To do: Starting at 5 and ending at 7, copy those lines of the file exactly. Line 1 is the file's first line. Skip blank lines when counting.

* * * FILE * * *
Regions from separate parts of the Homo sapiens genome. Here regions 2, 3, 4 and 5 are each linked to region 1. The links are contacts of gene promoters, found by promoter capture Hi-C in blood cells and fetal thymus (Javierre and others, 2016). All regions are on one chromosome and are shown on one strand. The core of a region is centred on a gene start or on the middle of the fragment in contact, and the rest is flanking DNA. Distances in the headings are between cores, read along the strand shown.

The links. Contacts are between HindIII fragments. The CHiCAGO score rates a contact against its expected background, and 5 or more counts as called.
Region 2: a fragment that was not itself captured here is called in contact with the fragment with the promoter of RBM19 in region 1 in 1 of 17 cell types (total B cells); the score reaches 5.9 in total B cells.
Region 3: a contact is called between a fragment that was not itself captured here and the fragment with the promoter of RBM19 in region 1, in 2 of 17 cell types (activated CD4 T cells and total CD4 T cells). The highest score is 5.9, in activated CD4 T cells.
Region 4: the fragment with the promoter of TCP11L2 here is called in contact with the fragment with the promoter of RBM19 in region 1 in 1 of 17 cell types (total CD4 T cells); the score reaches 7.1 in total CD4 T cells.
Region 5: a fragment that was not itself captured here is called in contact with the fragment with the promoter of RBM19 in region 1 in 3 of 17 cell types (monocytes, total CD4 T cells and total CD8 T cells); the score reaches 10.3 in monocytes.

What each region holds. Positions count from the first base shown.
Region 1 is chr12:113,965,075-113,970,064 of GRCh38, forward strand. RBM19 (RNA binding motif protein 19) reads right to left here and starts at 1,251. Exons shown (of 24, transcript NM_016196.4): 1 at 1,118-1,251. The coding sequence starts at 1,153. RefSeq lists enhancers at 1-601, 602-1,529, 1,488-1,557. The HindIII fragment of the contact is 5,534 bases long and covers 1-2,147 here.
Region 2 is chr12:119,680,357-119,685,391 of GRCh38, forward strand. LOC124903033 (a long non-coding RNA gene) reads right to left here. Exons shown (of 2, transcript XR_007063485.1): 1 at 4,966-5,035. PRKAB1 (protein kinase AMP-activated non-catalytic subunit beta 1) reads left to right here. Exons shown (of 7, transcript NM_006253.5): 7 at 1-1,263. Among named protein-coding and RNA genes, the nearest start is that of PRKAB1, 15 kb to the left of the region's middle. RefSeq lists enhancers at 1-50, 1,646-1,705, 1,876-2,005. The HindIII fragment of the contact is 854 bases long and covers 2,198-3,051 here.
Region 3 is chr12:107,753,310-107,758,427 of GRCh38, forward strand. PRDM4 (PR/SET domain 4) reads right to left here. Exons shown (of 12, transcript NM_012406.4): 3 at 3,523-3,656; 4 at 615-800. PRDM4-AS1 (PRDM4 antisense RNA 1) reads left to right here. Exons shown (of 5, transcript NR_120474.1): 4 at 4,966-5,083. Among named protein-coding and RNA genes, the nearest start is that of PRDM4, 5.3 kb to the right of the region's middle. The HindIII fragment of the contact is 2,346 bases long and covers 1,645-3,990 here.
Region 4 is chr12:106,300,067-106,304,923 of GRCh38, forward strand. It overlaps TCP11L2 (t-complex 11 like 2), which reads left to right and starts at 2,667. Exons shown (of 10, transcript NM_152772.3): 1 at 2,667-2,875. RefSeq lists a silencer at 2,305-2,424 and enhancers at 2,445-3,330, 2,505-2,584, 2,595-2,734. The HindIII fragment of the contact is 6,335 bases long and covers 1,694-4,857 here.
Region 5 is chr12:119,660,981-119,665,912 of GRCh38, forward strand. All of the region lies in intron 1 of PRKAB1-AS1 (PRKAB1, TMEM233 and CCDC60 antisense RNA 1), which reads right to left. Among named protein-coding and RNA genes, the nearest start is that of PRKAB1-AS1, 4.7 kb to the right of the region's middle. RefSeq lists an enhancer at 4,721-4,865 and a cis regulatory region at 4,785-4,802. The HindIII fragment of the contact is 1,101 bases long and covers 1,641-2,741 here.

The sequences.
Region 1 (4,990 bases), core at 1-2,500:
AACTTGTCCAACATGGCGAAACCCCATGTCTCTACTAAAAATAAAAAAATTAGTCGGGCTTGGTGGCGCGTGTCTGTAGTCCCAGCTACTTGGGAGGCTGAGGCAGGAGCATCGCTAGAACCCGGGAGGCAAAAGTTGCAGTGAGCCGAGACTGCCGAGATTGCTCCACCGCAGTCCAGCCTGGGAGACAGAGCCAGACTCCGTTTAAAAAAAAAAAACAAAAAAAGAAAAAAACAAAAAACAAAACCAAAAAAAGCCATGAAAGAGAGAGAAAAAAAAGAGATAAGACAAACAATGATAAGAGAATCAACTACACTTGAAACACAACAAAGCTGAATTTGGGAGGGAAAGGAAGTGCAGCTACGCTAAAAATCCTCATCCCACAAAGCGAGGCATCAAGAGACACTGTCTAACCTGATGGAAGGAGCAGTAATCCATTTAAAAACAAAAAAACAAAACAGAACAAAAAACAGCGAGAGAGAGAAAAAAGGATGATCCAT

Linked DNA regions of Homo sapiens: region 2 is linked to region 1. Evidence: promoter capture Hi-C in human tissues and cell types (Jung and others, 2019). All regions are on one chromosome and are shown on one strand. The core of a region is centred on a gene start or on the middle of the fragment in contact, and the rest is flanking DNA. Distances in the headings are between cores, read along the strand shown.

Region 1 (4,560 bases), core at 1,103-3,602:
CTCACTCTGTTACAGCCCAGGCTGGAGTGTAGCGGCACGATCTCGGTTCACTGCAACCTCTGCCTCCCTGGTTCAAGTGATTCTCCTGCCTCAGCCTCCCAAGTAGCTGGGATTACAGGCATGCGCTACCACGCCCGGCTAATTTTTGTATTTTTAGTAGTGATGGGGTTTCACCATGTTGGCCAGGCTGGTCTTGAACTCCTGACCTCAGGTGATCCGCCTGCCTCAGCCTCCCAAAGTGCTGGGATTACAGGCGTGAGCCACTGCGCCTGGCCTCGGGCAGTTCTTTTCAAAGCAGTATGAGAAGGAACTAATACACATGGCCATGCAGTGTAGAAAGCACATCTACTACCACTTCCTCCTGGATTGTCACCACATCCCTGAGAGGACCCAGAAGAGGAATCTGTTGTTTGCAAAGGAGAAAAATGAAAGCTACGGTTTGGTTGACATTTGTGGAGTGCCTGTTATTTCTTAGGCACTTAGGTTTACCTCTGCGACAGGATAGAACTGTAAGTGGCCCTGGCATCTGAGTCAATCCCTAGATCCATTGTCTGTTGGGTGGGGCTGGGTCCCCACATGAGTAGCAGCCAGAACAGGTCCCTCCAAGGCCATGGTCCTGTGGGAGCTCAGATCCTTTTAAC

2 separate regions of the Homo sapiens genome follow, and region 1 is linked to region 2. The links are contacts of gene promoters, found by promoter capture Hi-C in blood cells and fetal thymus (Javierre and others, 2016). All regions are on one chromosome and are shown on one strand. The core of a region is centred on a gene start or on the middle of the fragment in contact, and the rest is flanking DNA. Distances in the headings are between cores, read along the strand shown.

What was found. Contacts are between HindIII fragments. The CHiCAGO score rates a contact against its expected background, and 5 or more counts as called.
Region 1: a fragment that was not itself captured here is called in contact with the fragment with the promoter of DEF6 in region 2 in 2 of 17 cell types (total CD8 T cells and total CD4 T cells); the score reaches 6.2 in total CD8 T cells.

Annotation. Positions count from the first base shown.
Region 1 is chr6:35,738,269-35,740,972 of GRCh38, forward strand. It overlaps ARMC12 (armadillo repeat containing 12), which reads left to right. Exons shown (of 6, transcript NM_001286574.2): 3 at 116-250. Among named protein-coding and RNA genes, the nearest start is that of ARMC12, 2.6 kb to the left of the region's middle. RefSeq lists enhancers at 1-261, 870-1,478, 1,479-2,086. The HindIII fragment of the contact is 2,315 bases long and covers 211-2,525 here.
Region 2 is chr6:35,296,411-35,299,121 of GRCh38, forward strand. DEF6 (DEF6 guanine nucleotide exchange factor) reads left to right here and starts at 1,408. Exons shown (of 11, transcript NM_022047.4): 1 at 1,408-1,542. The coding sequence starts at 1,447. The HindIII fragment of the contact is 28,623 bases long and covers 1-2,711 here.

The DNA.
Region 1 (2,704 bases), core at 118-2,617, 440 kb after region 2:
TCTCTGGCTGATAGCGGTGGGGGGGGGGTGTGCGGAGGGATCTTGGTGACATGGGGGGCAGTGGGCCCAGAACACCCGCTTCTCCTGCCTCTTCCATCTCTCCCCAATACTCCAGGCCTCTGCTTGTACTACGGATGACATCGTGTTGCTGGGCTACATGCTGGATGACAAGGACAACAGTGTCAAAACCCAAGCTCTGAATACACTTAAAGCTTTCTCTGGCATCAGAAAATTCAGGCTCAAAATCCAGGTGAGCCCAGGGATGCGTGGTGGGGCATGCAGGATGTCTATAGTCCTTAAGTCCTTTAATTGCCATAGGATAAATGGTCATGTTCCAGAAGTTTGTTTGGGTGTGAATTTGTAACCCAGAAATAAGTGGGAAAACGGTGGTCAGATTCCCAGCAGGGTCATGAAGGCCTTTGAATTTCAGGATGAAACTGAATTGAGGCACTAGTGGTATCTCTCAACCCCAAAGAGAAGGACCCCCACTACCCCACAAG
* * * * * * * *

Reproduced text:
Region 4: the fragment with the promoter of TCP11L2 here is called in contact with the fragment with the promoter of RBM19 in region 1 in 1 of 17 cell types (total CD4 T cells); the score reaches 7.1 in total CD4 T cells.
Region 5: a fragment that was not itself captured here is called in contact with the fragment with the promoter of RBM19 in region 1 in 3 of 17 cell types (monocytes, total CD4 T cells and total CD8 T cells); the score reaches 10.3 in monocytes.

What each region holds. Positions count from the first base shown.